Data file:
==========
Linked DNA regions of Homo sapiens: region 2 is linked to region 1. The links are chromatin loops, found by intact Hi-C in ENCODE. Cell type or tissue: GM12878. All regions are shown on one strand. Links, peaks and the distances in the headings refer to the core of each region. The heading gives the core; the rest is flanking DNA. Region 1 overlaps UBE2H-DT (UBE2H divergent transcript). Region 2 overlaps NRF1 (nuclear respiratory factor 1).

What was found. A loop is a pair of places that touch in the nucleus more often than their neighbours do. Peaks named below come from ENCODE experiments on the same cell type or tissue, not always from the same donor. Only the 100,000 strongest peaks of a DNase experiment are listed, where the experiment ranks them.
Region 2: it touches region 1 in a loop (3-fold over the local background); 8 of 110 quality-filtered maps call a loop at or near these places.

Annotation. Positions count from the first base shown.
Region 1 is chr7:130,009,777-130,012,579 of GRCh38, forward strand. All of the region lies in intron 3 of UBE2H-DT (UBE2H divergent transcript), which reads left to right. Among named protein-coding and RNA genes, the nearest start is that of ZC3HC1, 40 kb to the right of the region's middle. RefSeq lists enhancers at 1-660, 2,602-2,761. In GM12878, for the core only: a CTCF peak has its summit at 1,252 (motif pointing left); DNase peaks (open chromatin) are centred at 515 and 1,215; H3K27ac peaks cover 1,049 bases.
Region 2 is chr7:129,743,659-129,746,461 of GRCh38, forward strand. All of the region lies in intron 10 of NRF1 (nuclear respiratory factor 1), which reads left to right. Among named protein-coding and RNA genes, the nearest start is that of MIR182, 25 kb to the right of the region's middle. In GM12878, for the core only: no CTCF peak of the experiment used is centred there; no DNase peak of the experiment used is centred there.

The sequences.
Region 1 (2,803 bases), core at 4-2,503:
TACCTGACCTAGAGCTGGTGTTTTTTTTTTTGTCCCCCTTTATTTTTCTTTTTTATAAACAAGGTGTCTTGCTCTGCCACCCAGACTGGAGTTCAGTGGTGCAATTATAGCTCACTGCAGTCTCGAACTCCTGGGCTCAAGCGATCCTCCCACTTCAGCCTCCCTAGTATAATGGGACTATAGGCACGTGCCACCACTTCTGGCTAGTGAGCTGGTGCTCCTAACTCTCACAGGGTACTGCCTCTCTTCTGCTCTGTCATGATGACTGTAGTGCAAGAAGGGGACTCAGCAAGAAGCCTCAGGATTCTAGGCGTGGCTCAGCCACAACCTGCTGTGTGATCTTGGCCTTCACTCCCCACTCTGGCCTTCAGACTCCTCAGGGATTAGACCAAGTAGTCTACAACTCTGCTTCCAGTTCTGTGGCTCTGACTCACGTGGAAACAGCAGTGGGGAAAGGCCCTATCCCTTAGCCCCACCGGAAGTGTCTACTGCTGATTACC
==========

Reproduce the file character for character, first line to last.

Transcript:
Linked DNA regions of Homo sapiens: region 2 is linked to region 1. The links are chromatin loops, found by intact Hi-C in ENCODE. Cell type or tissue: GM12878. All regions are shown on one strand. Links, peaks and the distances in the headings refer to the core of each region. The heading gives the core; the rest is flanking DNA. Region 1 overlaps UBE2H-DT (UBE2H divergent transcript). Region 2 overlaps NRF1 (nuclear respiratory factor 1).

What was found. A loop is a pair of places that touch in the nucleus more often than their neighbours do. Peaks named below come from ENCODE experiments on the same cell type or tissue, not always from the same donor. Only the 100,000 strongest peaks of a DNase experiment are listed, where the experiment ranks them.
Region 2: it touches region 1 in a loop (3-fold over the local background); 8 of 110 quality-filtered maps call a loop at or near these places.

Annotation. Positions count from the first base shown.
Region 1 is chr7:130,009,777-130,012,579 of GRCh38, forward strand. All of the region lies in intron 3 of UBE2H-DT (UBE2H divergent transcript), which reads left to right. Among named protein-coding and RNA genes, the nearest start is that of ZC3HC1, 40 kb to the right of the region's middle. RefSeq lists enhancers at 1-660, 2,602-2,761. In GM12878, for the core only: a CTCF peak has its summit at 1,252 (motif pointing left); DNase peaks (open chromatin) are centred at 515 and 1,215; H3K27ac peaks cover 1,049 bases.
Region 2 is chr7:129,743,659-129,746,461 of GRCh38, forward strand. All of the region lies in intron 10 of NRF1 (nuclear respiratory factor 1), which reads left to right. Among named protein-coding and RNA genes, the nearest start is that of MIR182, 25 kb to the right of the region's middle. In GM12878, for the core only: no CTCF peak of the experiment used is centred there; no DNase peak of the experiment used is centred there.

The sequences.
Region 1 (2,803 bases), core at 4-2,503:
TACCTGACCTAGAGCTGGTGTTTTTTTTTTTGTCCCCCTTTATTTTTCTTTTTTATAAACAAGGTGTCTTGCTCTGCCACCCAGACTGGAGTTCAGTGGTGCAATTATAGCTCACTGCAGTCTCGAACTCCTGGGCTCAAGCGATCCTCCCACTTCAGCCTCCCTAGTATAATGGGACTATAGGCACGTGCCACCACTTCTGGCTAGTGAGCTGGTGCTCCTAACTCTCACAGGGTACTGCCTCTCTTCTGCTCTGTCATGATGACTGTAGTGCAAGAAGGGGACTCAGCAAGAAGCCTCAGGATTCTAGGCGTGGCTCAGCCACAACCTGCTGTGTGATCTTGGCCTTCACTCCCCACTCTGGCCTTCAGACTCCTCAGGGATTAGACCAAGTAGTCTACAACTCTGCTTCCAGTTCTGTGGCTCTGACTCACGTGGAAACAGCAGTGGGGAAAGGCCCTATCCCTTAGCCCCACCGGAAGTGTCTACTGCTGATTACC